I found this tutorial, which suggests that you should run the scale function on features before clustering (I believe that it converts data to z-scores).

I'm wondering whether that is necessary. I'm asking mostly because there's a nice elbow point when I don't scale the data, but it disappears when it's scaled. :)


6 Answers 6


The issue is what represents a good measure of distance between cases.

If you have two features, one where the differences between cases is large and the other small, are you prepared to have the former as almost the only driver of distance?

So for example if you clustered people on their weights in kilograms and heights in metres, is a 1kg difference as significant as a 1m difference in height? Does it matter that you would get different clusterings on weights in kilograms and heights in centimetres? If your answers are "no" and "yes" respectively then you should probably scale.

On the other hand, if you were clustering Canadian cities based on distances east/west and distances north/south then, although there will typically be much bigger differences east/west, you may be happy just to use unscaled distances in either kilometres or miles (though you might want to adjust degrees of longitude and latitude for the curvature of the earth).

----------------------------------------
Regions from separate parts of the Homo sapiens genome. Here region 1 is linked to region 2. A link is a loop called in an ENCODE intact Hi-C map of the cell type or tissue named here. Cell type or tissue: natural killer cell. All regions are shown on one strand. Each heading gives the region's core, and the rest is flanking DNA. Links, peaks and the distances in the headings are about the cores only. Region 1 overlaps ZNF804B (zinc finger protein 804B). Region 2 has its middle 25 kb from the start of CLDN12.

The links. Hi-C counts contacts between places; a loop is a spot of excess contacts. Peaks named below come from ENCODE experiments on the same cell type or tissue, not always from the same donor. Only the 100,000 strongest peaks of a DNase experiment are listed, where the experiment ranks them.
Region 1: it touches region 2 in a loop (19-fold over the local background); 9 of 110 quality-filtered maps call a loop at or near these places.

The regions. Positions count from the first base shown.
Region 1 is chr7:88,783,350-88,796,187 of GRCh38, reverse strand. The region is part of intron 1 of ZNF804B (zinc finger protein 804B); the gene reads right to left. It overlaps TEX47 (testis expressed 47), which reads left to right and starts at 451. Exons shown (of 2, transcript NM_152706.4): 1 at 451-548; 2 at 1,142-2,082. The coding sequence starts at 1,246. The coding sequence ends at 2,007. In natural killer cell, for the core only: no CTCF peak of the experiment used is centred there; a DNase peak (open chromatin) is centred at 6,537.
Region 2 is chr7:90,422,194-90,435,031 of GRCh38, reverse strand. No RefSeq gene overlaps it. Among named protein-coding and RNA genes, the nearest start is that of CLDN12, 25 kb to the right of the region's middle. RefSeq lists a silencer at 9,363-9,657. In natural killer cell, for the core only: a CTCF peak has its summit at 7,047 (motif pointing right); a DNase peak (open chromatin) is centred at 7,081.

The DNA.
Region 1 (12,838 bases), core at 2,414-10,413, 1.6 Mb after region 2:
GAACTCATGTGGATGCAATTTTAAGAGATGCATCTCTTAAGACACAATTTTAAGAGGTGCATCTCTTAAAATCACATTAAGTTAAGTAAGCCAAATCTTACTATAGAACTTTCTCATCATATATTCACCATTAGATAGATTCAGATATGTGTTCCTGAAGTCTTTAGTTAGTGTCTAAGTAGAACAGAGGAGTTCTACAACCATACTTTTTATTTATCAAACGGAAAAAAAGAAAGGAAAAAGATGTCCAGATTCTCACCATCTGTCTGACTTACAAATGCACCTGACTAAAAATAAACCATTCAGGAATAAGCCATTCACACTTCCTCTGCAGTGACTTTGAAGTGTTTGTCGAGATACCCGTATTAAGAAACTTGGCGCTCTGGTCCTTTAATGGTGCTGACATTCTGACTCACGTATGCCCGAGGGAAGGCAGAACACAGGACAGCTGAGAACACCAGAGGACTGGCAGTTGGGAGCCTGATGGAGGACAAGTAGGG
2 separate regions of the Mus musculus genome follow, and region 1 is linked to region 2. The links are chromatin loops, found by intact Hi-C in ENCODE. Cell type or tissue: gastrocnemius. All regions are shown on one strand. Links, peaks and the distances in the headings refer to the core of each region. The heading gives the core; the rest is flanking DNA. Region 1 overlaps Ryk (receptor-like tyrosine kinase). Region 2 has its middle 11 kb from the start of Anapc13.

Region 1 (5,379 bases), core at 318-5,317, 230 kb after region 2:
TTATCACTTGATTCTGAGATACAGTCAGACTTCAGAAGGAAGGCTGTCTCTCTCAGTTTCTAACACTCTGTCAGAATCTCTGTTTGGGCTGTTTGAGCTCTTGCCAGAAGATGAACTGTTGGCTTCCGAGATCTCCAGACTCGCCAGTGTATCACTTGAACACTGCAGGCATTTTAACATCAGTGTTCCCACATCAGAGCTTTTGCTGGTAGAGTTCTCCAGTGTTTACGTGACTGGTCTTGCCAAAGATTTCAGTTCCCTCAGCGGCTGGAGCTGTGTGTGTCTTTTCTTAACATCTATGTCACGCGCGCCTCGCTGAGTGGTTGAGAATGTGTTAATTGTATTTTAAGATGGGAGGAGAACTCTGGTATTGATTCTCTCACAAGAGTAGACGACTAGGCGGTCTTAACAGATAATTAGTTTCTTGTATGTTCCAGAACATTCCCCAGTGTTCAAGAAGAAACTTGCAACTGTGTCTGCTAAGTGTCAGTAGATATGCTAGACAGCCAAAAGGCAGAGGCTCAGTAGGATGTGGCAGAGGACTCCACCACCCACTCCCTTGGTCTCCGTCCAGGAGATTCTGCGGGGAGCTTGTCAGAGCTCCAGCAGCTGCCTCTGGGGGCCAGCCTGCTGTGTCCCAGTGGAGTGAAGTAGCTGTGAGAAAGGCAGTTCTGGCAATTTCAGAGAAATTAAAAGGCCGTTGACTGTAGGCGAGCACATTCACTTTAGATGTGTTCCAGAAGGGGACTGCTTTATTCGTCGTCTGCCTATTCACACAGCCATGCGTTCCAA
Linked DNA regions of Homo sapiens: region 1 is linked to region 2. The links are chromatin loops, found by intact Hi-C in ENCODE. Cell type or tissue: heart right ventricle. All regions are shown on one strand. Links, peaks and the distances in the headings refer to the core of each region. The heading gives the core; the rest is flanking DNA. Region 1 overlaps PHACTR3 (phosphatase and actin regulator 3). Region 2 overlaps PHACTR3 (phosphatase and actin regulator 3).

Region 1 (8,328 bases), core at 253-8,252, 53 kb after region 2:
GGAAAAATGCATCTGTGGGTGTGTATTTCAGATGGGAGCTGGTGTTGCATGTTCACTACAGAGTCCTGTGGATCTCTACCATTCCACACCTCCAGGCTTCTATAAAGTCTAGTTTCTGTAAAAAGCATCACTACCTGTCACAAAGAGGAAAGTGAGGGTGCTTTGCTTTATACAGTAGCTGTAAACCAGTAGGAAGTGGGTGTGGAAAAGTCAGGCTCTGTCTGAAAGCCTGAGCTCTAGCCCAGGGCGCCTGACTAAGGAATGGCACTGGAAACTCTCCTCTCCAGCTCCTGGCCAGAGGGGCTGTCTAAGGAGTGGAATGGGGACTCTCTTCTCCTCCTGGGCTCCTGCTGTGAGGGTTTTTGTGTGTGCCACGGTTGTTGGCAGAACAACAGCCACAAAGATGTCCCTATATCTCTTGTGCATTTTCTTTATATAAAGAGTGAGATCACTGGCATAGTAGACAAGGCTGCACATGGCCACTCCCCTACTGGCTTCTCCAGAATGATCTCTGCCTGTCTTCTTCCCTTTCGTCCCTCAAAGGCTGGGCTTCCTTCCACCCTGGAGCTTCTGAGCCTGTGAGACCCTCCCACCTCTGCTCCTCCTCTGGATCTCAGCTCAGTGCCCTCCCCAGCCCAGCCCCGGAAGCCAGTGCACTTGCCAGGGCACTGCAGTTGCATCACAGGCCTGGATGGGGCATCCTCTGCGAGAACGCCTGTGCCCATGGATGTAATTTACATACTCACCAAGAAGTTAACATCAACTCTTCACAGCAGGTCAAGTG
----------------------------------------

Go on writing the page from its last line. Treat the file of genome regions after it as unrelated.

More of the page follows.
• $\begingroup$ It's a little ambiguous here on what the "respectively" attaches to in the second paragraph. It attaches to the "yes" right? $\endgroup$ Commented Jul 7, 2020 at 19:31
  • $\begingroup$ @user5965026 if a 1kg difference is not as important as a 1m difference, and if you want 2m height to have the same result as 200cm then you should probably scale $\endgroup$
    – Henry
    Commented Jul 7, 2020 at 19:48

Other answers are correct, but it might help to get an intuitive grasp of the problem by seeing an example. Below, I generate a dataset that has two clear clusters, but the non-clustered dimension is much larger than the clustered dimension (note the different scales on the axes). Clustering on the non-normalised data fails. Clustering on the normalised data works very well.

The same would apply with data clustered in both dimensions, but normalisation would help less. In that case, it might help to do a PCA, then normalise, but that would only help if the clusters are linearly separable and don't overlap in the PCA dimensions. (This example only works so clearly because of the low cluster count)

synthetic clustered data, with k-means clustering on both the normalised and non-normalised versions

import numpy as np
import seaborn
import matplotlib.pyplot as plt
from sklearn.cluster import KMeans


rnorm = np.random.randn

x = rnorm(1000) / 2
y = np.concatenate([rnorm(500) + 5, rnorm(500)]) / 10

fig, axes = plt.subplots(3, 1, sharex=True, sharey=True, figsize=(6, 8))

axes[0].scatter(x, y, s=2)
axes[0].set_title("Data (note different axes scales)")

km = KMeans(2)

clusters = km.fit_predict(np.array([x, y]).T)

axes[1].scatter(x, y, c=clusters, cmap="bwr", s=2)
axes[1].set_title("non-normalised K-means")

def normalise(vals):